Algae bloom researcher using 1800's citizen scientist data
Tim Patterson is looking for a correlation between early ice departures and algae blooms
A researcher studying recent algal blooms in New Brunswick is mining the past for data to help explain curious algae blooms that have been popping up the province recently.
Last year, New Brunswick saw several outbreaks of cyanobacteria, that caused seven lakes to become potentially toxic to humans and animals.
Tim Patterson, a geologist and earth sciences professor at Carleton University in Ottawa is using "ice-out records" to find a correlation between temperatures and algae outbreaks.
"We have records dating back to the early 1800's where people would keep track of when the ice would go out from this lake in the spring," said Patterson. "This sort of information tells us a lot of what was happening back then. It's fantastic for building a long trend model."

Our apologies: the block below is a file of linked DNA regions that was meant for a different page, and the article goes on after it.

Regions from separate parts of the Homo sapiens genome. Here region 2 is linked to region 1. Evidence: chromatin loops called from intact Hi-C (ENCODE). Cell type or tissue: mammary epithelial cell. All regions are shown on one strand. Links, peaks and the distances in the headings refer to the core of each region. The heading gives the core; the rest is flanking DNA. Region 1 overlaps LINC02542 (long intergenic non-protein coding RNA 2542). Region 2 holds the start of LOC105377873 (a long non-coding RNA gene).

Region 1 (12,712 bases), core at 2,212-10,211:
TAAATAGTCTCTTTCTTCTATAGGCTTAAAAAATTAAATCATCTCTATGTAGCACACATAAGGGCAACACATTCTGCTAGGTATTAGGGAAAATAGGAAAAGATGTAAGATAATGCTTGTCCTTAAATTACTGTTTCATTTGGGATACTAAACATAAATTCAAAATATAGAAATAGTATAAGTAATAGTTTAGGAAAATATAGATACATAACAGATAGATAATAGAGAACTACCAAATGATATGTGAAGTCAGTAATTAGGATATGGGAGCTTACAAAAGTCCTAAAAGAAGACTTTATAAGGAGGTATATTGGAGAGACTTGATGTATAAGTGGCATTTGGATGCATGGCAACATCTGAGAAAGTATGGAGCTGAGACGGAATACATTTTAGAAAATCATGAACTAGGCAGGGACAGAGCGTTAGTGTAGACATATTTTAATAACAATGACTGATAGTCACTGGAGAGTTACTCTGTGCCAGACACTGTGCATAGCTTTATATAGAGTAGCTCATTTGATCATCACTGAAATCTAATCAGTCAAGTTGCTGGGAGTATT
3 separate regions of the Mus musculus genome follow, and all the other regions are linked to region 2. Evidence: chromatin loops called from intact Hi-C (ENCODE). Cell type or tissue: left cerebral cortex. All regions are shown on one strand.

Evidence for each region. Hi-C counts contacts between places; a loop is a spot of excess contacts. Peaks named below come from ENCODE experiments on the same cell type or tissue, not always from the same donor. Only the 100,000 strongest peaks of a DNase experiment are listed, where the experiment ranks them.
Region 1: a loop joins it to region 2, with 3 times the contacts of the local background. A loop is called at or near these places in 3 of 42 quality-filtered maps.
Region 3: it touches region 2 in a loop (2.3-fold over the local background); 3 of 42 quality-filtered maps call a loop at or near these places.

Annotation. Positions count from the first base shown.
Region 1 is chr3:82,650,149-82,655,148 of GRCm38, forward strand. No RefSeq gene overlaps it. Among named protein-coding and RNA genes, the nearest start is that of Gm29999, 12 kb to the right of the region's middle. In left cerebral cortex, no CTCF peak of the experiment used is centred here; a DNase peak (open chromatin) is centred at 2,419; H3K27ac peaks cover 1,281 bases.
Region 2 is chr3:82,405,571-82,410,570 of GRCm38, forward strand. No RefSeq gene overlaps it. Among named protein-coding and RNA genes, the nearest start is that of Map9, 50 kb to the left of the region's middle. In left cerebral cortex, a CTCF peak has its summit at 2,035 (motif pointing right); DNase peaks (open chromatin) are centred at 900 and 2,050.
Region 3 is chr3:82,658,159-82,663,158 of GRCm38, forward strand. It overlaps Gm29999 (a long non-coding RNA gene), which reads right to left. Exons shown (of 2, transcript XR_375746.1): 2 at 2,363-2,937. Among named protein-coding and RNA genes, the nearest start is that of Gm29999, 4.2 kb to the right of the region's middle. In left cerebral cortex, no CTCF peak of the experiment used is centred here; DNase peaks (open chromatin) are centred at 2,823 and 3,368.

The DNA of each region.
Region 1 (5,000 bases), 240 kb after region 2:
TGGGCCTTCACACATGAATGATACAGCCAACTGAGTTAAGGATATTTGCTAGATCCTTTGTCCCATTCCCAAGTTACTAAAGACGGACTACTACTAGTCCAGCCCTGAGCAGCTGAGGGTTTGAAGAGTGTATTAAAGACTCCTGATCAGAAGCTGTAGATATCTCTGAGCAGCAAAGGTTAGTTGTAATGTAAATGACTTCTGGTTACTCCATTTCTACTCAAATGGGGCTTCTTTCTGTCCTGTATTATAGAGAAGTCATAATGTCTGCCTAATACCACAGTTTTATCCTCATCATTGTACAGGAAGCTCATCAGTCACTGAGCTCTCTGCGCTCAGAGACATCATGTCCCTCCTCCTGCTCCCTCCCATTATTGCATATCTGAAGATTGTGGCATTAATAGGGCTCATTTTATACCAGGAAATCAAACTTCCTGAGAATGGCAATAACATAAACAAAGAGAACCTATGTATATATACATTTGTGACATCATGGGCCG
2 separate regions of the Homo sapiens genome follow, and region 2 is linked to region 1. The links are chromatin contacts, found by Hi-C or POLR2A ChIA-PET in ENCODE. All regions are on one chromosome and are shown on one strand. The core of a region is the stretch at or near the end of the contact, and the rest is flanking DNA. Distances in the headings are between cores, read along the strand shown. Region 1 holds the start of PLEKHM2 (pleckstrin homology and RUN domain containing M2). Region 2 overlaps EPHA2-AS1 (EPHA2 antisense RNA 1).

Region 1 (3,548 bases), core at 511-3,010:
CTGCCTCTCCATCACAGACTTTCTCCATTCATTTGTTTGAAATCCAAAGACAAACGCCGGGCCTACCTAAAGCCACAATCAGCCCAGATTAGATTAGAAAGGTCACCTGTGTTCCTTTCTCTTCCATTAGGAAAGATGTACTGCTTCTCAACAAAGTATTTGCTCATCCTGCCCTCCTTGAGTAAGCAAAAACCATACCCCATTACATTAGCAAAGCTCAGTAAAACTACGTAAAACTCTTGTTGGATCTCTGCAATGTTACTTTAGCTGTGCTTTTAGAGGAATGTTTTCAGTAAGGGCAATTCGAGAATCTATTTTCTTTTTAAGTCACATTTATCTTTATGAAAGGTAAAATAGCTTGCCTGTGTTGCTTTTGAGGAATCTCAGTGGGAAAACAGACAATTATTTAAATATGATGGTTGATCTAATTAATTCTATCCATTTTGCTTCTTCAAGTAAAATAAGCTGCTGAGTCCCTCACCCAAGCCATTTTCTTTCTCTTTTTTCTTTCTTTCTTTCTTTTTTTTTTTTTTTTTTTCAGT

"The sunlight can get into the lake earlier, photosynthesis can start to curb," said Patterson. "Plants can start to grow earlier. The lake turns over, and basically the lake becomes, much, much, much more productive and that is conducive to things like cyanobacteria."
Patterson has been using records tallied, in part, by Clayton Piercy on when the ice would leave Oromocto Lake. The first recorded dates back to May 18th, 1876. He says the ice is leaving lakes earlier than ever recorded before.
"People kept records like that, farmers just writing it on their barn doors," said Patterson. "Sometimes just to get an idea when fishing season was coming, or to compare the winter to the years before."
"Many of them were occurring in lakes where they really shouldn't be happening," said Patterson. "These are lakes that have relatively clean water. They're not ones that have a lot of agricultural runoff, or a lot of industrial output. So they really aren't prone to this sort of thing."